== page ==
Ms. McCaskill’s joke reflected the seven women now on the Armed Services Committee, a high, and the role that a record 20 female senators are playing on powerful committees. Of the four most prestigious Senate panels — Appropriations, Armed Services, Finance and Foreign Relations — women now hold 18 spots, an increase of nearly 65 percent over the last decade.

But nowhere is the presence of so many women more pronounced than on the Senate Armed Services Committee, where the women on the 26-member panel have forced the long-simmering issue of sexual assault in the military to the forefront on Capitol Hill. Lawmakers have tried to pursue the sexual assault problem for years, with little impact. But now a slew of attention-grabbing bills — most written by women — are intended to end what senior military officials say is a crisis and President Obama has called a disgrace.

“When I raised the issue of rape in the military seven years ago, there was dead silence,” said Senator Bill Nelson, a Florida Democrat and member of the committee. “Clearly they are changing things around here.”

Handicappers Now Dropping Missouri Senate Race Off The ‘Flip” List
September 24, 2012

P-D via Johncombest:
Republicans had big plans this fall to takeover the U.S. Senate — that is, until Todd Akin’s controversial comments on rape.
This summer, it appeared the GOP had a shot of winning four seats in the U.S. Senate and pushing Democrats aside from majority control. But now, a New York Times election forecast predicts the Democrats have a 70 percent chance of keeping the august chamber.
Missouri was once the GOP’s main pickup target, with national Republicans pouring money into the state to defeat incumbent Claire McCaskill, a Democrat running in a red-leaning state. But McCaskill’s opponent, Akin, has been weakened after saying women can avoid pregnanacy after rape. National Republicans have pulled support and cash. Now, they are focusing their attention on states like Mass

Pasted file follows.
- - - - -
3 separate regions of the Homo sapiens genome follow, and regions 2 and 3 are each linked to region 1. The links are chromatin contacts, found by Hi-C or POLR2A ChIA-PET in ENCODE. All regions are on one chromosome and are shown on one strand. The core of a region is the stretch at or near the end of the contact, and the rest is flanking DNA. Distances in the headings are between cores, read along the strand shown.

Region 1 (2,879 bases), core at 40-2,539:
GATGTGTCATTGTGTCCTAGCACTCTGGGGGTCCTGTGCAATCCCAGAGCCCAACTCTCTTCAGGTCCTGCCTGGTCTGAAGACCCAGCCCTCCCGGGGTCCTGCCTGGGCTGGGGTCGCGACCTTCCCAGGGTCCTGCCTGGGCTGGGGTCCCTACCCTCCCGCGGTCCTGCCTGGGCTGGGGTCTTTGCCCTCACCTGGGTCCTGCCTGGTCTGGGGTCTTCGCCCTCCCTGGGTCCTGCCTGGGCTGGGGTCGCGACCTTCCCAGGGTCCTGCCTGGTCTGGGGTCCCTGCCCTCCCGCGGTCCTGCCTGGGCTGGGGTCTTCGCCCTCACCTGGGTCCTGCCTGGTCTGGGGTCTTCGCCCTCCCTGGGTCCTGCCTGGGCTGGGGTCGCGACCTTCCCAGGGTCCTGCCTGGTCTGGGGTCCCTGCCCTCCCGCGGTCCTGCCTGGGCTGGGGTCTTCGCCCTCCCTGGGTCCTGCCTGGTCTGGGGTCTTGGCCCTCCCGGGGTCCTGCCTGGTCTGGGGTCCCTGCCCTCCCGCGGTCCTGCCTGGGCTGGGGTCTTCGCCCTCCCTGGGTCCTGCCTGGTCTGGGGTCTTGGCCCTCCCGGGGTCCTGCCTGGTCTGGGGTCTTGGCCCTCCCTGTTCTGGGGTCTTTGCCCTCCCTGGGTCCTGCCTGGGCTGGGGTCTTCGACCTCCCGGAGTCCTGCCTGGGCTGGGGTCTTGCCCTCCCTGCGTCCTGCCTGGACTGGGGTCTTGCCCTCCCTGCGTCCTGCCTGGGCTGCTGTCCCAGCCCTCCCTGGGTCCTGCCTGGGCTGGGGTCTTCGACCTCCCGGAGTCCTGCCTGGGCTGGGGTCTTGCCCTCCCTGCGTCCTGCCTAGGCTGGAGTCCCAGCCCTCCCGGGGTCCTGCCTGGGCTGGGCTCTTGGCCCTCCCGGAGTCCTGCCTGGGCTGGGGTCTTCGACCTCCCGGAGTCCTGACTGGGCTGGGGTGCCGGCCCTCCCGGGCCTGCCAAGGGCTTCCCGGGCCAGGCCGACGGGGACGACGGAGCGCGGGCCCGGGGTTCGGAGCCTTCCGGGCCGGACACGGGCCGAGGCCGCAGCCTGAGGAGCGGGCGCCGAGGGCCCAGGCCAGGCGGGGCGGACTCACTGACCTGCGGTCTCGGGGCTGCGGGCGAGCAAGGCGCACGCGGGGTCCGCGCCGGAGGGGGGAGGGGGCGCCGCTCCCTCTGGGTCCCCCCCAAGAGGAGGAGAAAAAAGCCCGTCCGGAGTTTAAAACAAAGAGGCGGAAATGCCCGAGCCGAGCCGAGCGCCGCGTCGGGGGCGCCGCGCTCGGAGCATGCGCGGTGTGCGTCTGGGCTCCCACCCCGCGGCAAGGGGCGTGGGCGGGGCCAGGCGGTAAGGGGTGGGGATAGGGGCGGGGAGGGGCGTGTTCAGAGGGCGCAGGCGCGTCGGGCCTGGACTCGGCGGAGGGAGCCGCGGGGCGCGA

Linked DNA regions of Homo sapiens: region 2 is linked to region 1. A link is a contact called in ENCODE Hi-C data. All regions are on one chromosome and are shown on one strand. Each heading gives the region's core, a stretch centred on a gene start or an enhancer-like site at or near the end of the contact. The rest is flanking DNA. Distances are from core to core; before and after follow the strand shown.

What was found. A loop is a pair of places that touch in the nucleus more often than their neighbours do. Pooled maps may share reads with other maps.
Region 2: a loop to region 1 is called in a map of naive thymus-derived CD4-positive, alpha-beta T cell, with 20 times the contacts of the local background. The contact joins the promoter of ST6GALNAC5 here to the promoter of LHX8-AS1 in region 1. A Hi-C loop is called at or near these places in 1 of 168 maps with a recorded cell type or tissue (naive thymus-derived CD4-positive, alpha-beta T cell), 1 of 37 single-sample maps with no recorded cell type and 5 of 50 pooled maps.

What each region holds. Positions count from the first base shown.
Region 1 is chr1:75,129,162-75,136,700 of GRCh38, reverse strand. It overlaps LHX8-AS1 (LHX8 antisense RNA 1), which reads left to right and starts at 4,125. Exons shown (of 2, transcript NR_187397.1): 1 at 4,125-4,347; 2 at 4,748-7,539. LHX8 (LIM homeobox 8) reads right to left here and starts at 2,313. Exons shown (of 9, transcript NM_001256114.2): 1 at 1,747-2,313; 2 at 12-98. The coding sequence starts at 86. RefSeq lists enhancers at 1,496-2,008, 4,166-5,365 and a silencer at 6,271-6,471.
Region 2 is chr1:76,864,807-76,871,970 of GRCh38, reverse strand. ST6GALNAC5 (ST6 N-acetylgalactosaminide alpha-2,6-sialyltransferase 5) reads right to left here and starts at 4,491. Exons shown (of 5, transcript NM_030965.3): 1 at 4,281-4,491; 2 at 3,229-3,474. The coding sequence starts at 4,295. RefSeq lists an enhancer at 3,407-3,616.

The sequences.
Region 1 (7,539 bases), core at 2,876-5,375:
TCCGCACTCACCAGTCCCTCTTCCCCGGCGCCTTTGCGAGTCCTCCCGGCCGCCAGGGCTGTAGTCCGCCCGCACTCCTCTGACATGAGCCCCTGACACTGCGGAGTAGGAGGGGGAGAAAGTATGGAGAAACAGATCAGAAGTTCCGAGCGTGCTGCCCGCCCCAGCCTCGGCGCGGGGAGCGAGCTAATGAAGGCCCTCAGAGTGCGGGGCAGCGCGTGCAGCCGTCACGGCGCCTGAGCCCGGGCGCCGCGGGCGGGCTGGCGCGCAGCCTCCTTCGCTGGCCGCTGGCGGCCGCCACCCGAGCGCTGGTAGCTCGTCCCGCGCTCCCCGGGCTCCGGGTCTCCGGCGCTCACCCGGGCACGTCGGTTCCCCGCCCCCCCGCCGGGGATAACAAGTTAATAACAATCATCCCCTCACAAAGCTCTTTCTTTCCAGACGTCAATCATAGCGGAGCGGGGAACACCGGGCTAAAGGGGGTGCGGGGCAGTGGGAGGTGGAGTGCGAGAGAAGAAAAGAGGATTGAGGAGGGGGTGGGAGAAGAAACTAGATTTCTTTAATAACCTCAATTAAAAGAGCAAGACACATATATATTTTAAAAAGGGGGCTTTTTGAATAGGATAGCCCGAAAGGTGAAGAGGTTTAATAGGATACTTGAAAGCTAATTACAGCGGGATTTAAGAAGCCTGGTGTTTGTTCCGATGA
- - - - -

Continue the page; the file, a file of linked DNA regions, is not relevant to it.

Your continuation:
Akin was once the clear favorite with a significant polling advantage. Current telephone polls show a tight race, but The New York Times analysis now lists the state as “lean Democratic,” saying McCaskill has a 72 percent shot of winning.
Meanwhile, The Washington Post has removed Missouri from it’s list of state most likely to flip control of the U.S. Senate. The state had previously been ranked in the top five.
The National Journal ranks the state as 9th most likely to change partisan control of the Senate. It was ranked 3rd before the Akin comments.
The Journal wrote on Wednesday: “GOP Rep. Todd Akin is perilously low on money, and he’s not getting any support from the outside Republican groups. He also shows no signs of dropping his bid — the best news McCaskill could get these days. Once the deadline for dropping out passes next week, watch McCaskill carpetbomb her rival to try to put this race away.”

NYT Remembers Missouri’s Senator Eagelton as Veep, a Cautionary Tale for VP Vetting
July 24, 2012

Scott Lilly was a young member of Senator George McGovern’s presidential campaign staff in the summer of 1972, and he remembers the satisfaction he felt when Mr. McGovern chose Mr. Lilly’s home-state senator to be the Democratic Party’s vice-presidential candidate.
But a few days after the convention that nominated Mr. McGovern and his running mate, Senator Thomas F. Eagleton of Missouri, Mr. Lilly said, he came to a realization. “It suddenly struck me out of the blue that they didn’t know,” he said, that the decision to pick Mr. Eagleton had been made without some crucial facts.

And he was right. The information he had felt obligated to share with a top campaign aide several weeks before — that Mr. Eagleton had been hospitalized for mental health issues — had never been passed on. Mr. Lilly’s tip “did not register,” the aide, Frank Mankiewicz, said in an interview this year. “It was a very hectic time. I must have had not two things on my mind, but maybe 80.”

Today, one of the lasting legacies of Mr. McGovern’s choice of Mr. Eagleton — and the tumult it caused in his campaign — is the microscopic examination of the lives and records of potential vice-presidential candidates, a ritual involving teams of lawyers and consultants and reams of medical and financial records that the candidates are obligated to produce.